It could be seen from this plan, that the most effective checks are performed less often, so the growth phase of a failure might fall right in between them [7]. As the vast majority of failures occur and develop rapidly, it is absolutely necessary to be able to identify or detect possible failures or even predict future behaviour of a machine based on its present state. Such means are provided by various diagnostics tools and specialised tools based on application of artificial neural networks, as described in high detail, for instance in [8-11].

Despite the fact that there are many tools available presently used to detect and predict failure modes in turbine generators, personnel of power plants working directly with rotating machinery should be able to act based on their experience, and this paper gives some statistic information below based on analysis of some characteristic cases.

Fig. 4Generalised maintenance plan of a turbo generator

Generalised maintenance plan of a turbo generator

4. Results and discussion

The reasons for the stators malfunctioning were defects in terminals (35.6 %), winding rods and connecting bus bars (24.6 %), winding of cooling systems (10.2 %), winding of fastening systems (6.9 %), cores (6.9 %), as well as improper personnel actions (1.1 %). The main causes of the defects in the findings were use of sealing elements made of low quality rubber; improper installation of rubber sealing elements during repairs; weakening of the mounting of the output flange to the generator housing; humidification of isolation of outputs.

The main causes of rod defects were: technological defects in case insulation; abrasion of insulation and hollow conductors; wet insulation; cracks of case insulation; violation of the tightness of the stator winding water cooling system. These led to the following typical consequences: breakdown of insulation to the ground – 22.9 %; interphase short circuit – 16.9 %; flow of distillate – 19.8 %; hydrogen leak – 34.2 %; the rest (melting of contact compounds, decrease in insulation resistance, etc.) – 6.2 %.

The causes of rotor failures were defects in winding coils (33.8 %), slip rings (27.0 %), current leads (25.7 %), retaining rings (5.4 %), and the rest (8.1 %). These led to the following typical consequences: melting of current leads – 20.2 %; decrease in insulation resistance and short circuit to the housing – 18.6 %; increase in vibration – 13.6 %; coil closure with local melting – 8.5 %; melting or rupture of the turns – 8.5%; damage to slip rings – 6.8 %; damage to retaining rings – 5.1 %; flow of distillate – 10.2 %; hydrogen leakage – 5.1 %. The share of other consequences (insulation damage, circular fire, etc.) amounted to 3.4 %.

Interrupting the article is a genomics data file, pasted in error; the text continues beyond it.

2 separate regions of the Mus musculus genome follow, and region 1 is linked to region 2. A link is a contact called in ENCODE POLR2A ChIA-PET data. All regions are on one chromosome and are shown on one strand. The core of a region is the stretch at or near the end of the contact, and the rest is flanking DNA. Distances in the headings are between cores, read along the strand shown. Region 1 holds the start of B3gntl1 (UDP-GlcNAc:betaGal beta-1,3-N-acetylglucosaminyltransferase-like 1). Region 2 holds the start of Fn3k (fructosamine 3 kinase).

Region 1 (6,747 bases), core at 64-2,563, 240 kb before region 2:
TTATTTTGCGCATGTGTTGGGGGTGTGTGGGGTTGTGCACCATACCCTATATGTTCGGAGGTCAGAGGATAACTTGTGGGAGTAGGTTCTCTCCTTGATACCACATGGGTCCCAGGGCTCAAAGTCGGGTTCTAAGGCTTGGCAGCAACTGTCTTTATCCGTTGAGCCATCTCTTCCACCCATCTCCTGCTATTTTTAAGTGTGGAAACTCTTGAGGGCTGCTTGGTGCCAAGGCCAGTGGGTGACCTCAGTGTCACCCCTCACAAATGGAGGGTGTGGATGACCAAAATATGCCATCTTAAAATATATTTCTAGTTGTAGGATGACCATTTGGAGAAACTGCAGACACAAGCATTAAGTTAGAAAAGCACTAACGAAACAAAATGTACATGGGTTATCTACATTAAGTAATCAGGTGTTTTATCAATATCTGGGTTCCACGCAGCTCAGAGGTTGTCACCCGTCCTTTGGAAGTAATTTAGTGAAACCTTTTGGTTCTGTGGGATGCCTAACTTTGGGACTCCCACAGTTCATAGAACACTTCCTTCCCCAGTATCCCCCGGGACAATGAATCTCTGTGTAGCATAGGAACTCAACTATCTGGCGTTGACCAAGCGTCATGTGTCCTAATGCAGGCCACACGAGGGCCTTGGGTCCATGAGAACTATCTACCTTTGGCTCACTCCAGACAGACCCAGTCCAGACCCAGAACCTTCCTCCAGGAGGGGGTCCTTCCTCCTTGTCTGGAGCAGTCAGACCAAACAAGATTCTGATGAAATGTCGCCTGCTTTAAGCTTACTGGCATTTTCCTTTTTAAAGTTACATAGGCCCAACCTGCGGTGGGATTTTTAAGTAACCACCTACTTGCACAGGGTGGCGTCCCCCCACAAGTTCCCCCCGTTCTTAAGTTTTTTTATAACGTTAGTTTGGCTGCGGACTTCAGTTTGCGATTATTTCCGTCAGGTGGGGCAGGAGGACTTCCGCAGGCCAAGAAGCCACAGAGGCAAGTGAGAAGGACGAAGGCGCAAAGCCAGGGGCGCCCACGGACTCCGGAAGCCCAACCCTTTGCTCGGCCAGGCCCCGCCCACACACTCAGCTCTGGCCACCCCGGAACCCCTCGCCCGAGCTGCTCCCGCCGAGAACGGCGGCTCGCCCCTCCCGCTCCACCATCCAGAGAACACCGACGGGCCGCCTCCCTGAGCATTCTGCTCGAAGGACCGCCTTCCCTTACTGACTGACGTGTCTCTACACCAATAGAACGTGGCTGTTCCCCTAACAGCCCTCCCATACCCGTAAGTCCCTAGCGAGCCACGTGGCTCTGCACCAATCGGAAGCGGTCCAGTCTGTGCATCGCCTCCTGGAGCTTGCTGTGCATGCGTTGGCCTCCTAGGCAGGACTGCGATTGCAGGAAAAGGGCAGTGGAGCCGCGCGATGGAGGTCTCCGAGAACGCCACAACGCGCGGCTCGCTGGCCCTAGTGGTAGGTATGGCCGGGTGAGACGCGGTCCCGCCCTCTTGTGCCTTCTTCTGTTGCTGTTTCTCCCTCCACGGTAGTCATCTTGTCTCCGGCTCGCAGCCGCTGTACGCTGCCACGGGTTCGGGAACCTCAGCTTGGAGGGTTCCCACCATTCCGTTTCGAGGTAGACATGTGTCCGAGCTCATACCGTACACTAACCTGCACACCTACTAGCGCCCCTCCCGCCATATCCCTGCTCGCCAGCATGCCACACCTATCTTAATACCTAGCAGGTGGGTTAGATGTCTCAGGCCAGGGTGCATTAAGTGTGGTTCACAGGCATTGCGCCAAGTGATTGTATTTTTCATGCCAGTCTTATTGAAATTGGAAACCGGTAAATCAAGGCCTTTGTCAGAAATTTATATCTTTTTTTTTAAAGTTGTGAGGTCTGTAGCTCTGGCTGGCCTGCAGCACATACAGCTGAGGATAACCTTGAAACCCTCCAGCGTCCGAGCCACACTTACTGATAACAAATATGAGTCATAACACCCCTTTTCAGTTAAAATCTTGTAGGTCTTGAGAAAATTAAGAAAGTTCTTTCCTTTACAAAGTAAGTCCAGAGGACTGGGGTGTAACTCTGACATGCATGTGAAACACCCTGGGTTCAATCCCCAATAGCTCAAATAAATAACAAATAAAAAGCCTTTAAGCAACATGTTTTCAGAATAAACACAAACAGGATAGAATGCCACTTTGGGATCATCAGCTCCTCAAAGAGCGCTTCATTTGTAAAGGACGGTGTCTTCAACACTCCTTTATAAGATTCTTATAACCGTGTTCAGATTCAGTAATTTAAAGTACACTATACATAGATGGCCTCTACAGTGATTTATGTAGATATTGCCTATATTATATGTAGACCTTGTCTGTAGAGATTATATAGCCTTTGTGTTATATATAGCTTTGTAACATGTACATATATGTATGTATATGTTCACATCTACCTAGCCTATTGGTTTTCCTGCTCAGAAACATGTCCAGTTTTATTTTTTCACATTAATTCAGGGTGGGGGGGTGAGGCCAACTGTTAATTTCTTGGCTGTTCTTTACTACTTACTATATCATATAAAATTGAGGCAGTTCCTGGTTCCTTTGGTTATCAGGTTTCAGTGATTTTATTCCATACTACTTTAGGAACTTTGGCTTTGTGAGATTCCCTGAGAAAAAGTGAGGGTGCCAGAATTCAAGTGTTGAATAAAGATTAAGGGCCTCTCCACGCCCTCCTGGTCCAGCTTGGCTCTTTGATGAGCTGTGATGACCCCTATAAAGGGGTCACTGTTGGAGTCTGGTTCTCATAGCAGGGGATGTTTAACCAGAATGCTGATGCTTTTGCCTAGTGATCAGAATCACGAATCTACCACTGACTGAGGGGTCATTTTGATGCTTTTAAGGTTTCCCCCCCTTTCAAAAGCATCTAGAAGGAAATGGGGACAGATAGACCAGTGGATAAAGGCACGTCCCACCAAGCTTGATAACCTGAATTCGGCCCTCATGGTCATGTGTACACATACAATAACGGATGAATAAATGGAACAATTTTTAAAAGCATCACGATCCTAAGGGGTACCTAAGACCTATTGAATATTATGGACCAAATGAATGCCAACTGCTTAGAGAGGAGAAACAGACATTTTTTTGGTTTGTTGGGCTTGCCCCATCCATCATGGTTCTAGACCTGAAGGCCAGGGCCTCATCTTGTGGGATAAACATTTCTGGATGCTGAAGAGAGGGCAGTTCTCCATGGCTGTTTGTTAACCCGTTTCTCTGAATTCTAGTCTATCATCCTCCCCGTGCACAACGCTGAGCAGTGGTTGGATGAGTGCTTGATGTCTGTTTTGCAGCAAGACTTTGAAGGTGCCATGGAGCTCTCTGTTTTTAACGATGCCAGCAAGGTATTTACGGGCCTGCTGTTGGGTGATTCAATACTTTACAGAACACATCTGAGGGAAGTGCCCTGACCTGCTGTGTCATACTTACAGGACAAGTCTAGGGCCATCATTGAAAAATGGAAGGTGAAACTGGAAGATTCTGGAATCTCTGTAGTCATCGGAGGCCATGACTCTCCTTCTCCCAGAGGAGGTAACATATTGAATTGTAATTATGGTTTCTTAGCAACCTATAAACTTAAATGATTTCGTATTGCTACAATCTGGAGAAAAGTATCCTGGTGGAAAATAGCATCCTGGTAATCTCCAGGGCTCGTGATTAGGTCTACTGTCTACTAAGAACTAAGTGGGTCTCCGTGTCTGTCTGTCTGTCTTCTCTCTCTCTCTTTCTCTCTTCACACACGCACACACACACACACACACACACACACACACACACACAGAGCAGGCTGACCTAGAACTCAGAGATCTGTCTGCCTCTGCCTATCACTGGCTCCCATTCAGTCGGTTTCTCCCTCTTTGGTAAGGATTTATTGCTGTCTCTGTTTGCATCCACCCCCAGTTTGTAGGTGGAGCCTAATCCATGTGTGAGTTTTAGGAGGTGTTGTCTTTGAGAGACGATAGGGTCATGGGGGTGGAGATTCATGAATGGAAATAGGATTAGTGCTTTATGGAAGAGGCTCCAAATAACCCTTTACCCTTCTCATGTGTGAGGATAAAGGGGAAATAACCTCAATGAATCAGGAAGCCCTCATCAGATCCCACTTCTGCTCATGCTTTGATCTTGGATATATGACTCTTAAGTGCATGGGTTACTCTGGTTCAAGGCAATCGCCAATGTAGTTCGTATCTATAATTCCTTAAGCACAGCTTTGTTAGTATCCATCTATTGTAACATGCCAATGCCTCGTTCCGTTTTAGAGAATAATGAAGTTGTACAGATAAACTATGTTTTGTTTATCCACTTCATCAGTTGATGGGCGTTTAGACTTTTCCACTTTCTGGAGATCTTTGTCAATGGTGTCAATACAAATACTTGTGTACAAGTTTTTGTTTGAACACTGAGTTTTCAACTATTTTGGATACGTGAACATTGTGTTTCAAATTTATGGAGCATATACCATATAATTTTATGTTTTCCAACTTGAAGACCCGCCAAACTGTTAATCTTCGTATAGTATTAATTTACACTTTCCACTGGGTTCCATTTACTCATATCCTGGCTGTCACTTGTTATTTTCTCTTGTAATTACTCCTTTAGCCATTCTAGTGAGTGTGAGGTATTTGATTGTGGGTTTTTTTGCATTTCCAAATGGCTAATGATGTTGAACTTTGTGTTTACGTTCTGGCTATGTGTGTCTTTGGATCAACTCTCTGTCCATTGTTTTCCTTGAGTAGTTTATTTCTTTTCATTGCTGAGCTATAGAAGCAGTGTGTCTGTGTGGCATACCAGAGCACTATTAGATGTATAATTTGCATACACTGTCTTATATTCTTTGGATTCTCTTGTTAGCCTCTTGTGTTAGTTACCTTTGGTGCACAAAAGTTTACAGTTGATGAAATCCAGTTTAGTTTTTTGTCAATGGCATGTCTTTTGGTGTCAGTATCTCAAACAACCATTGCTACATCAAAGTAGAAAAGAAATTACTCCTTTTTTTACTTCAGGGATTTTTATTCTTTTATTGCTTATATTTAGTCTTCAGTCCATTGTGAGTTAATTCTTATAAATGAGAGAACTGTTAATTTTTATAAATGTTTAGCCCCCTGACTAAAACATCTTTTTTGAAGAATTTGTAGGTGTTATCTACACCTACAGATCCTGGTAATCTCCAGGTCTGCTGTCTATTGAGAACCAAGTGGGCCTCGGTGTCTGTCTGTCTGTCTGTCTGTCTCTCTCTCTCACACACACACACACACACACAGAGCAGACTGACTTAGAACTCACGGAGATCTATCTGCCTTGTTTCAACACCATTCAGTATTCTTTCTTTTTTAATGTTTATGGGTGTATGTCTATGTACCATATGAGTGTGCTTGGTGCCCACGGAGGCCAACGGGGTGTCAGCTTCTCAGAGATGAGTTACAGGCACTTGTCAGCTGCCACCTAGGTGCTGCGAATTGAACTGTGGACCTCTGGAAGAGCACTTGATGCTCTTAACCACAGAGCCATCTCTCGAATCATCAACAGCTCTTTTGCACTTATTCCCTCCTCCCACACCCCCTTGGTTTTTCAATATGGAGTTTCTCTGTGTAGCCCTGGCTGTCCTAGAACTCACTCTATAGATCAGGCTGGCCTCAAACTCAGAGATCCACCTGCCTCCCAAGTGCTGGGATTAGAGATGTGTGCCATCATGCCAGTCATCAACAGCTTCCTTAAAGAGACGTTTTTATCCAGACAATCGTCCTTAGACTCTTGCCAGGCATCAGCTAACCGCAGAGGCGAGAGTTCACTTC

The causes of malfunction in the operation of the sealings and bearings were the defects and poor quality of the liners (29.9 %), sealing elements (23.4 %), oil systems, oil coolers, damper tanks (17.8 %), oil pressure regulators (9.3 %), buildings (5.6 %), thermal and vibration control systems (1.9 %), water supply and its fittings (0.9 %). The reasons were also: high vibration of the pillow block bearing (7.5 %), poor oil quality (1.9 %), as well as improper personnel actions (0.9 %). Other reasons account for 0.8 %. The most typical consequences of these were: temperature increase – 21.6 %; hydrogen leak – 18.6 %; oil leak – 12.7 %; decrease in oil level in the damper tank – 12.7 %; increased bearing vibration – 10.8 %; the rest is 20.7 %.

The causes of malfunction in the operation of the brushes and slip rings units were defects in the brushes (38.4 %), brush holders (17.8 %), contamination of brushes (11.0 %), objects getting into the brushes and slip rings units (9.6 %), improper personnel actions (8.2 %), improper adjustment of the units (4.1 %). In 2.7 % of cases, the cause was not determined. These led to the following typical consequences: sparking – 37.8 %; circular fire – 35.1 %; short circuit – 5.4 %; transition of the generator to asynchronous mode – 4.1 %; the rest is 17.6 %.

Defective assembly units (68.3 %), poor material quality of sealing elements (26.8%), as well as improper personnel actions (4.9 %) were the causes of malfunction of air and gas cooling systems. Tube defects account for 36.6 %. The most typical consequences of these: water leak – 61.5 %; hydrogen leak – 30.8 %; the rest is 7.7 %.

The main causes of malfunction in the work of pathogens were defects in the armature (42.5%), collector (10.0 %), coupling and torsion shaft (12.5 %), as well as improper personnel actions (2.5 %). These led to the following typical consequences: collector damage – 20.0 %; sparking – 11.4 %; breakdown to the ground – 8.6 %; increase in vibration level – 19.8 %; the rest is 40.2 %.


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About this article

11 February 2020
23 February 2020
07 May 2020
System dynamics in manufacturing system modeling
turbo generator set
failure analysis
energy generation
statistical analysis

The work has been carried out within the project No. 05.607.21.0303 “Development of an intelligent monitoring technology and a prototype of the hardware and software complex for safety of energy complex facilities” supported by the Federal Target Program “Research and development in priority areas for the development of the scientific and technological complex of Russia for 2014 – 2020” by the Ministry of Science and Higher Education of Russian Federation (unique identifier of the research RFMEFI60719X0303).